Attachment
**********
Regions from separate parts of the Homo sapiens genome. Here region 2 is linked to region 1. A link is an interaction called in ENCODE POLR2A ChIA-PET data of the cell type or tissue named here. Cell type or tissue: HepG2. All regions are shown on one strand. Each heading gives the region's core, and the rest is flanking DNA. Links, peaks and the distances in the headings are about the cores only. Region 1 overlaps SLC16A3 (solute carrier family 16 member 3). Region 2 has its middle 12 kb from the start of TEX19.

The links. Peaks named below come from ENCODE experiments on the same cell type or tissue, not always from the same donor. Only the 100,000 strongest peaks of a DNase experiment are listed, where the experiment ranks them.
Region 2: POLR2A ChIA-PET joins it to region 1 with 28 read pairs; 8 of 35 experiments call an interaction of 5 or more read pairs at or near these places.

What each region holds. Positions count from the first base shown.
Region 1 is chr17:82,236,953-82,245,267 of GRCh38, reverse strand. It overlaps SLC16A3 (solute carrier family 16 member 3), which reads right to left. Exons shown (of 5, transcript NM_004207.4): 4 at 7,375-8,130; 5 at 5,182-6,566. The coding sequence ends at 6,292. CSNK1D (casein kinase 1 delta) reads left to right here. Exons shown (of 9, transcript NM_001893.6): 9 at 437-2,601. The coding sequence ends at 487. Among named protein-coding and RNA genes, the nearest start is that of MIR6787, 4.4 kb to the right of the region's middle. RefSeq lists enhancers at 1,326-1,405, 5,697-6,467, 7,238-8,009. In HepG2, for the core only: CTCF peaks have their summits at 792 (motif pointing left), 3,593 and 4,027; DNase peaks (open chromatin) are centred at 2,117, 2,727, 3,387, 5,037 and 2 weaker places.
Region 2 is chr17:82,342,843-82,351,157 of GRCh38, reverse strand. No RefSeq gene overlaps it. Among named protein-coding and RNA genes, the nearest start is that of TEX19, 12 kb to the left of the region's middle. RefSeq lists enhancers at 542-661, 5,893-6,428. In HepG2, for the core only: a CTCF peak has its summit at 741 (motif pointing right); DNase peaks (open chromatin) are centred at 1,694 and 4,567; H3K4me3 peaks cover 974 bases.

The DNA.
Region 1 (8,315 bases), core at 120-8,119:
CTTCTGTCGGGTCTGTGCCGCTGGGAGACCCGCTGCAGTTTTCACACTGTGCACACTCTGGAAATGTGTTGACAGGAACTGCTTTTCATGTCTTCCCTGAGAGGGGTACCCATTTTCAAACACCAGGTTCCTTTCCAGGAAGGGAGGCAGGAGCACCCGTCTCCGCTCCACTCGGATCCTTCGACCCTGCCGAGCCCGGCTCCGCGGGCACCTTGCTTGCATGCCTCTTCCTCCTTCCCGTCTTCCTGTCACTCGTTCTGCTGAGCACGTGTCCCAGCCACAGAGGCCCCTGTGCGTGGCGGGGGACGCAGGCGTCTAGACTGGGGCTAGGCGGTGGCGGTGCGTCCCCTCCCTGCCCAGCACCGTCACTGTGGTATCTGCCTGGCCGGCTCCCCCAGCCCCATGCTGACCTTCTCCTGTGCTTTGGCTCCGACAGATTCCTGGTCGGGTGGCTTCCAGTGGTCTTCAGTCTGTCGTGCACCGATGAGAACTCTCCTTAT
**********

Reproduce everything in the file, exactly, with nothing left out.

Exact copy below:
Regions from separate parts of the Homo sapiens genome. Here region 2 is linked to region 1. A link is an interaction called in ENCODE POLR2A ChIA-PET data of the cell type or tissue named here. Cell type or tissue: HepG2. All regions are shown on one strand. Each heading gives the region's core, and the rest is flanking DNA. Links, peaks and the distances in the headings are about the cores only. Region 1 overlaps SLC16A3 (solute carrier family 16 member 3). Region 2 has its middle 12 kb from the start of TEX19.

The links. Peaks named below come from ENCODE experiments on the same cell type or tissue, not always from the same donor. Only the 100,000 strongest peaks of a DNase experiment are listed, where the experiment ranks them.
Region 2: POLR2A ChIA-PET joins it to region 1 with 28 read pairs; 8 of 35 experiments call an interaction of 5 or more read pairs at or near these places.

What each region holds. Positions count from the first base shown.
Region 1 is chr17:82,236,953-82,245,267 of GRCh38, reverse strand. It overlaps SLC16A3 (solute carrier family 16 member 3), which reads right to left. Exons shown (of 5, transcript NM_004207.4): 4 at 7,375-8,130; 5 at 5,182-6,566. The coding sequence ends at 6,292. CSNK1D (casein kinase 1 delta) reads left to right here. Exons shown (of 9, transcript NM_001893.6): 9 at 437-2,601. The coding sequence ends at 487. Among named protein-coding and RNA genes, the nearest start is that of MIR6787, 4.4 kb to the right of the region's middle. RefSeq lists enhancers at 1,326-1,405, 5,697-6,467, 7,238-8,009. In HepG2, for the core only: CTCF peaks have their summits at 792 (motif pointing left), 3,593 and 4,027; DNase peaks (open chromatin) are centred at 2,117, 2,727, 3,387, 5,037 and 2 weaker places.
Region 2 is chr17:82,342,843-82,351,157 of GRCh38, reverse strand. No RefSeq gene overlaps it. Among named protein-coding and RNA genes, the nearest start is that of TEX19, 12 kb to the left of the region's middle. RefSeq lists enhancers at 542-661, 5,893-6,428. In HepG2, for the core only: a CTCF peak has its summit at 741 (motif pointing right); DNase peaks (open chromatin) are centred at 1,694 and 4,567; H3K4me3 peaks cover 974 bases.

The DNA.
Region 1 (8,315 bases), core at 120-8,119:
CTTCTGTCGGGTCTGTGCCGCTGGGAGACCCGCTGCAGTTTTCACACTGTGCACACTCTGGAAATGTGTTGACAGGAACTGCTTTTCATGTCTTCCCTGAGAGGGGTACCCATTTTCAAACACCAGGTTCCTTTCCAGGAAGGGAGGCAGGAGCACCCGTCTCCGCTCCACTCGGATCCTTCGACCCTGCCGAGCCCGGCTCCGCGGGCACCTTGCTTGCATGCCTCTTCCTCCTTCCCGTCTTCCTGTCACTCGTTCTGCTGAGCACGTGTCCCAGCCACAGAGGCCCCTGTGCGTGGCGGGGGACGCAGGCGTCTAGACTGGGGCTAGGCGGTGGCGGTGCGTCCCCTCCCTGCCCAGCACCGTCACTGTGGTATCTGCCTGGCCGGCTCCCCCAGCCCCATGCTGACCTTCTCCTGTGCTTTGGCTCCGACAGATTCCTGGTCGGGTGGCTTCCAGTGGTCTTCAGTCTGTCGTGCACCGATGAGAACTCTCCTTAT